Before diving into the specifics of SAFE consensus, let’s do a bit of comparison with other recent developments in decentralized consensus design. One of the more interesting implementations was introduced several years ago with the launch of Bitcoin. The combination of proof of work and blockchain technologies has enabled an extremely reliable way to track a permanent and ordered list of cryptographically secure transactions. All nodes within the Bitcoin Network store and verify a copy of the blockchain which protects against tampering with historical transactions and faulty reporting of newly created ones. Unfortunately, the global and public nature of Bitcoin’s consensus process creates drawbacks with regard to efficiency and privacy. . The fact that all nodes in the network need to track and agree on a single, infinitely growing ledger has proven scaling problems and simplifies the ability for deep analysis of the ledger and user profiling. While various efforts are looking to solve theses issues, the years of research carried out by the MaidSafe team has resulted in a consensus mechanism designed specifically for privacy and efficiency – a different goal than the proof of concept architected by Satoshi Nakamoto for Bitcoin. This protocol is the basis of the SAFE Network and when compared to Bitcoin takes a very different approach, enabling actions and verifying network states based on local node consensus.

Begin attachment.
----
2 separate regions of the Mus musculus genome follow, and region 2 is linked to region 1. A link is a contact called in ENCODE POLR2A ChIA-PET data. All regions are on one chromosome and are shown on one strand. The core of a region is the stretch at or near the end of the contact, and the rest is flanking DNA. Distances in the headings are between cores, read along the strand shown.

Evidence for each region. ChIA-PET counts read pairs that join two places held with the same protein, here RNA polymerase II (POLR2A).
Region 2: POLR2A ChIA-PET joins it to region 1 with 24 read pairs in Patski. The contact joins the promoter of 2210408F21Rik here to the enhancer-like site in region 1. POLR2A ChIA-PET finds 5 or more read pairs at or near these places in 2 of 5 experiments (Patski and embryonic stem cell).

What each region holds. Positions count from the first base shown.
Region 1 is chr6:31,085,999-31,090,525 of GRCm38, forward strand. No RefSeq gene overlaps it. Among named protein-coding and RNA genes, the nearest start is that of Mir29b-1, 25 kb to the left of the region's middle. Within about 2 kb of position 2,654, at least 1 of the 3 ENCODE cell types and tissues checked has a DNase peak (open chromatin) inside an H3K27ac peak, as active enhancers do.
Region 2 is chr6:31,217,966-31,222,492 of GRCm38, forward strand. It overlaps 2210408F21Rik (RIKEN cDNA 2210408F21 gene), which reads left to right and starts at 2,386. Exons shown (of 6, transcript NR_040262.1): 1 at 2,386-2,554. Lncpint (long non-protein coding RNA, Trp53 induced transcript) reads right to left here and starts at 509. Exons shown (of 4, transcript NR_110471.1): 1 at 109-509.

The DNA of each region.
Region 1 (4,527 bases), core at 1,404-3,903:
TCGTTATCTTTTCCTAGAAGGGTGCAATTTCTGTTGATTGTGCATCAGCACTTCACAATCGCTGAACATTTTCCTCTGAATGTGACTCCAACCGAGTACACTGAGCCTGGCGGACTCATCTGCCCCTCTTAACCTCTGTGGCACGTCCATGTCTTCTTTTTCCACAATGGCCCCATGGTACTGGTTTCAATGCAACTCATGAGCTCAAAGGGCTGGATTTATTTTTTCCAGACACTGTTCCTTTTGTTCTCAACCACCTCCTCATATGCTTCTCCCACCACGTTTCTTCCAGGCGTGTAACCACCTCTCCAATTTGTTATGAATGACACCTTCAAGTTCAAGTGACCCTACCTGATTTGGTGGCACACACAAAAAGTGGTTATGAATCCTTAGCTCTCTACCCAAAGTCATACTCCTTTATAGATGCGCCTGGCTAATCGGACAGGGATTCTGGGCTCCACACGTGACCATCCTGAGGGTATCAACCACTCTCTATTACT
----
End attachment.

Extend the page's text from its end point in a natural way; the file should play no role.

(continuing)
Those following MaidSafe may know of our preference for the emulation of natural systems which have hundreds of thousands of years of testing in diverse environments and harsh conditions. This philosophy can be extended to help understand a high level reasoning for our approach to consensus. Animal societies of all kinds localise decisions to reach agreements about immediate threat levels and other states of being while brains have evolved to localise neuron function for efficiency. Additionally, local consensus allows for the more sophisticated societies formed around humans to make intelligent decisions about sensitive actions such as an elected committee deciding on substantial policy changes for a community. Of course, these social situations come with their own vulnerabilities if the individuals involved in consensus decisions have similar self interested goals which do not reflect the interest of that which they govern. However thankfully, in computer networks, measures can be implemented which prevent local consensus abuse (or misuse) by nodes and it all starts with the foundation on which the network is built upon.